This seems like a really over simplified step, but it is important to make the distinction early on and not lose sight of why you are doing this in the first place. So many people get lost in the sauce and forget that they may not even need to sell their cards and the problem is just a lack of simple organization. Sometimes people really need the money and rush to sell carelessly not knowing what the value of the cards are. Sometimes people sell their cards because they just do not have time to play the games anymore and then they invest time they don’t have attempting to recoup what they spent. Gaining focus and prospective is key.

Step 2

Develop a plan that fits your goals.

Once you have decided your reasoning its time to get to work. Yes, its work but if you choose the right path it will be worth it. If you need space, start by only keeping the cards that you really like or have a special memory. Consider, for example, only keeping all the cards that depict only your favorite character and/or that one deck you placed first with when you started playing. Whatever works best for you. Everything else get ready to prep it for sale.

If you need money you have a long road ahead of you. Just begin by preparing a nice flat workspace, this is going to be a bumpy ride.

If you are just not wanting to play anymore and don’t really need the money, consider how much you value your time and maybe end the work here. Load your cards up into boxes and bring them to your local game store and ask them how much they will pay for them. This is the short cut way and will get you some quick cash and save you potentially hundreds of hours.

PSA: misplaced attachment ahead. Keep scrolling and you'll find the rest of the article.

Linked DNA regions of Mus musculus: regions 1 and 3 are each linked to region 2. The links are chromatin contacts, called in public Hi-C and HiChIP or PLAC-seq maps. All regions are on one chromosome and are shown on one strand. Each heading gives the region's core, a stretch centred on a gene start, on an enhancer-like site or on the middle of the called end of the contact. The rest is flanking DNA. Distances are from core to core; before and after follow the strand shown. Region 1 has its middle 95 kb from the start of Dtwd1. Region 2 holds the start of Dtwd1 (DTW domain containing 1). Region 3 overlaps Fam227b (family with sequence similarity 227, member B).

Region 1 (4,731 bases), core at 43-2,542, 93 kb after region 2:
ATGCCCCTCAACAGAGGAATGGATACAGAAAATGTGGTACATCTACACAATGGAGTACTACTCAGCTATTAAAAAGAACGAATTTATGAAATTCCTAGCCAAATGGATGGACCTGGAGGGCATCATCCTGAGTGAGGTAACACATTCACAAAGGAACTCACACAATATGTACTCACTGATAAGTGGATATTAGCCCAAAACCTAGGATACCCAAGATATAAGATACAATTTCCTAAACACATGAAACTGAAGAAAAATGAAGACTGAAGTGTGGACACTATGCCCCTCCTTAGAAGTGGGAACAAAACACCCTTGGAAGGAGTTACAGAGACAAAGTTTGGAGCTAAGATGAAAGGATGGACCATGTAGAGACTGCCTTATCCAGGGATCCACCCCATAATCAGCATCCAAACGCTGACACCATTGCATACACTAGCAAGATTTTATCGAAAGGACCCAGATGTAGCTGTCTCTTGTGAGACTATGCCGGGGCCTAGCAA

Generally, you are likely going to get less for them this way but truthfully you aren’t getting ripped off. Consider that you are simply hiring the game store to do the work of selling your cards for you and wiping your hands clean of the responsibility. Your work is done here, enjoy your freedom and move on. We’ll see ya in 2 years!


Step 3

Start Organizing

If you have decided to make a go at selling your cards, congrats I am going to give you a crash course on being one of my employees! Obviously, I’m kidding. Seriously this part can easily turn into a full-time job depending on the size of your collection. However hopefully the next few tips I give you will help you save tons of time and effort.

Begin by sorting your cards by rarity and condition. This process is the very first thing you should do. Since card prices are generally determined by rarity, being able to organize them as such will help lessen the amount of time you are spending on the lower priced cards that are not worth anything. Most games have a mark or symbol that signifies whether a card is Common, Uncommon, Rare or better. Usually, a quick google search will help you learn the difference for your cards but also calling your local game store will help you resolve the issue. The next thing is sorting out your cards by condition. This is a bit more difficult as condition can vary based on opinion however it isn’t difficult to tell when you have a condition guide and luckily for you, I have one here on this website @

During this process you should be taking the time to make sure that duplicates are put next to each other unless they are not in the same condition. Focus only on the rares or better. Most commons and uncommons are not worth taking the time to fully organize. This will greatly reduce the time it takes to price out all your cards later. Even in the event you find out 1 of the commons you had was worth 4 dollars, and if you had enough of that card to make it worth it, you can go back and find it. For now, stay focused and finish organizing.

Step 4

Start Pricing

Congrats! You are about halfway through your journey and you have probably had, at least, a small panic attack thinking about the prospect of sorting anymore cards for the rest of your life.  Maybe, it was about the money you spent amassing all the cards you have. Either way, stay positive things are going to get fun.